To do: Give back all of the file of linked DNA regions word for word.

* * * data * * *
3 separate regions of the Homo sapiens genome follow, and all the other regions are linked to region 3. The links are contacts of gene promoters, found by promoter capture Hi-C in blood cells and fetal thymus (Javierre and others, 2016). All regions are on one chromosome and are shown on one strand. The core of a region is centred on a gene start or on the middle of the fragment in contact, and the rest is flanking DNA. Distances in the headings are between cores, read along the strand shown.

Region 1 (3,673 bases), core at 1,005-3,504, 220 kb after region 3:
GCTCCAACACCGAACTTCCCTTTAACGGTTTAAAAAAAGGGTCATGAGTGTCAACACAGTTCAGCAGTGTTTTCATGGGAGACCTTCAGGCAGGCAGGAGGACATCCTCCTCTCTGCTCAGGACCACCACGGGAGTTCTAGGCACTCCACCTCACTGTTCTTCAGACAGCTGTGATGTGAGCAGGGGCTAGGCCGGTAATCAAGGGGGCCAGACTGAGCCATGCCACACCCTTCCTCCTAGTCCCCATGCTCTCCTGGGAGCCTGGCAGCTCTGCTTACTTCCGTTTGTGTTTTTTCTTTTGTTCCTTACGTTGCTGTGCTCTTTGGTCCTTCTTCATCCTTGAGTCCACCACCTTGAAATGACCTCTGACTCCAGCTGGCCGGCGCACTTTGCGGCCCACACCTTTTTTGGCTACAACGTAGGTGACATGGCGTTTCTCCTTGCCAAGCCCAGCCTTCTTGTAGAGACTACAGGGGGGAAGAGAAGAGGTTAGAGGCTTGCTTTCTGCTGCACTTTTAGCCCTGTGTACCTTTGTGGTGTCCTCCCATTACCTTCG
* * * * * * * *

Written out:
3 separate regions of the Homo sapiens genome follow, and all the other regions are linked to region 3. The links are contacts of gene promoters, found by promoter capture Hi-C in blood cells and fetal thymus (Javierre and others, 2016). All regions are on one chromosome and are shown on one strand. The core of a region is centred on a gene start or on the middle of the fragment in contact, and the rest is flanking DNA. Distances in the headings are between cores, read along the strand shown.

Region 1 (3,673 bases), core at 1,005-3,504, 220 kb after region 3:
GCTCCAACACCGAACTTCCCTTTAACGGTTTAAAAAAAGGGTCATGAGTGTCAACACAGTTCAGCAGTGTTTTCATGGGAGACCTTCAGGCAGGCAGGAGGACATCCTCCTCTCTGCTCAGGACCACCACGGGAGTTCTAGGCACTCCACCTCACTGTTCTTCAGACAGCTGTGATGTGAGCAGGGGCTAGGCCGGTAATCAAGGGGGCCAGACTGAGCCATGCCACACCCTTCCTCCTAGTCCCCATGCTCTCCTGGGAGCCTGGCAGCTCTGCTTACTTCCGTTTGTGTTTTTTCTTTTGTTCCTTACGTTGCTGTGCTCTTTGGTCCTTCTTCATCCTTGAGTCCACCACCTTGAAATGACCTCTGACTCCAGCTGGCCGGCGCACTTTGCGGCCCACACCTTTTTTGGCTACAACGTAGGTGACATGGCGTTTCTCCTTGCCAAGCCCAGCCTTCTTGTAGAGACTACAGGGGGGAAGAGAAGAGGTTAGAGGCTTGCTTTCTGCTGCACTTTTAGCCCTGTGTACCTTTGTGGTGTCCTCCCATTACCTTCG